Fox News over the weekend revealed the reason network executives ultimately made the decision to dismiss star host Bill O'Reilly in April. The revelation came in response to a bombshell New York Times story.
What did the story say?
The Times' story rocked the political world Saturday because it reported the dollar amount that O'Reilly paid to settle sexual harassment accusations levied by Lis Wiehl, one of six woman to levy sexual misconduct accusations against O'Reilly. The settlement was finalized in January.
The amount? $32 million.
The story really rattled cages because it reported Fox News renewed O'Reilly's contract — for $25 million per year for four years — after O'Reilly reached a settlement with Wiehl. The Times' reported Fox News executives knew of the settlement, but not the details, and made a calculated business decision to renew O'Reilly's contract, which came after Megyn Kelly departed the network, as part of an effort to revitalize the network after it was rocked by the Roger Ailes scandal.
Network executives later made the decision to fire O'Reilly in April because details about the January settlement were slated to become public, according to the Times.
What did Fox News reveal?
According to a statement obtained by CNN, Fox News knew of the January settlement, but did not know of the settlement amount.
The Fox News spokesman also explained that new conditions were placed in O'Reilly's contract that said the company could dismiss him should new or additional information surface regarding the sexual misconduct allegations. The company then exercised that new clause in April.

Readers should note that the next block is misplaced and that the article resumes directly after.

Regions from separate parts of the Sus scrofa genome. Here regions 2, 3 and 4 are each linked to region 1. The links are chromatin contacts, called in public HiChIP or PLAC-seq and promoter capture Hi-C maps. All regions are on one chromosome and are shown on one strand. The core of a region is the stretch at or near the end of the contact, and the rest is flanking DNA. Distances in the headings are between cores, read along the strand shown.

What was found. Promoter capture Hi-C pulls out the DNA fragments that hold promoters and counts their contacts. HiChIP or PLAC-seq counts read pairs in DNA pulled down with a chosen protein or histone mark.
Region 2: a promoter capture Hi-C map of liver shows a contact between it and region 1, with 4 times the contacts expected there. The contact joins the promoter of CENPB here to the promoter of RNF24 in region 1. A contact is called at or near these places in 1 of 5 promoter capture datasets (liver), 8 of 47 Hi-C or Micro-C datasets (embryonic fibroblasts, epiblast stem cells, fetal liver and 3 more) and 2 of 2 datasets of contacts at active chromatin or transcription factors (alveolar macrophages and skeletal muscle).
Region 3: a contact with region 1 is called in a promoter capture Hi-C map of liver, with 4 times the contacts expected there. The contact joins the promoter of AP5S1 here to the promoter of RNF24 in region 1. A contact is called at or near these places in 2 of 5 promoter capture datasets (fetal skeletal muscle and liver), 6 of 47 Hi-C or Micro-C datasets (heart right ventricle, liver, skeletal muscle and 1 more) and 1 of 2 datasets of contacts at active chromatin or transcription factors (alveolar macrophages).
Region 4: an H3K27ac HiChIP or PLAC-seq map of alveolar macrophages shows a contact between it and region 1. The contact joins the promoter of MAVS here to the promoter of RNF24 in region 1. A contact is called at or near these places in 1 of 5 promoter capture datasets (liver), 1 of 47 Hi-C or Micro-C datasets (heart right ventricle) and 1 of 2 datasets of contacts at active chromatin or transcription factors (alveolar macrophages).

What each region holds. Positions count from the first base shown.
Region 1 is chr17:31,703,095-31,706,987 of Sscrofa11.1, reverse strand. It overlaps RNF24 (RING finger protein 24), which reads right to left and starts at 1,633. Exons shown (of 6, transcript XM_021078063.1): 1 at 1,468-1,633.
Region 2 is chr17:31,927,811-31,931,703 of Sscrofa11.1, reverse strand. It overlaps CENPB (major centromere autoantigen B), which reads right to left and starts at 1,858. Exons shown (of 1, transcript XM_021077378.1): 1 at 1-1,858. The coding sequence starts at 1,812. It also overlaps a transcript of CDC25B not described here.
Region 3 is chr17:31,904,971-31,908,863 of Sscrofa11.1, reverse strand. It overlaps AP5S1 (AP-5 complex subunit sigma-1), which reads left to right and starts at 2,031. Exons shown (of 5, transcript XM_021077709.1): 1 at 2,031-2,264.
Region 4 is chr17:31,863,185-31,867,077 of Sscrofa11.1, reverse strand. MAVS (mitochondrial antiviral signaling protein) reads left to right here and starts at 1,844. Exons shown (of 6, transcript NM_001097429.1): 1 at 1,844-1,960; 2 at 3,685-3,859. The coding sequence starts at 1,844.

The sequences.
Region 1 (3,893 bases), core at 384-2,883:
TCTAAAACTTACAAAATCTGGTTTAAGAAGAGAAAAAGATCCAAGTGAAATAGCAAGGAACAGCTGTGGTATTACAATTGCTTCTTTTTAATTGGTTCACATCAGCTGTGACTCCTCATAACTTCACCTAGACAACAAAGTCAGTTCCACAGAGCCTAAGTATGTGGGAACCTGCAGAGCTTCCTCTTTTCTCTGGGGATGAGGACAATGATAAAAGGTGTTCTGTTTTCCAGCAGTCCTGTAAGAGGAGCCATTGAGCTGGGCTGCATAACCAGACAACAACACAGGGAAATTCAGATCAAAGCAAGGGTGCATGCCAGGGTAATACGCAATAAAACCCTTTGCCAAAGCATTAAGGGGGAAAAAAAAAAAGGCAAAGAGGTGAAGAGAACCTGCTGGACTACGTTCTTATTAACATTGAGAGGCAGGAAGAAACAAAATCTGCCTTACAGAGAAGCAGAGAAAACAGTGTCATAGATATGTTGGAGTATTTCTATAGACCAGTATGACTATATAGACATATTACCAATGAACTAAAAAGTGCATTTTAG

The spokesman said:
When the company renewed Bill O'Reilly's contract in February, it knew that a sexual harassment lawsuit had been threatened against him by Lis Wiehl, but was informed by Mr. O'Reilly that he had settled the matter personally, on financial terms that he and Ms. Wiehl had agreed were confidential and not disclosed to the company.
"His new contract, which was made at a time typical for renewals of multi-year talent contracts, added protections for the company specifically aimed at harassment, including that Mr. O'Reilly could be dismissed if the company was made aware of other allegations or if additional relevant information was obtained in a company investigation. The company subsequently acted based on the terms of this contract.
How did O'Reilly respond?
In an interview with the Times, O'Reilly maintained his innocence.
"I never mistreated anyone," he said. "It’s politically and financially motivated, and we can prove it with shocking information, but I’m not going to sit here in a courtroom for a year and a half and let my kids get beaten up every single day of their lives by a tabloid press that would sit there, and you know it."
Mark Fabiani, an O'Reilly spokesman, elaborated in a statement that the Times, in its latest story, has "maliciously smeared" O'Reilly by choosing to rely on "unsubstantiated allegations, anonymous sources and incomplete, leaked or stolen documents" instead of concrete, provable facts.
Fabiani also said the story is intended to "embarrass Bill O'Reilly and to keep him from competing in the marketplace."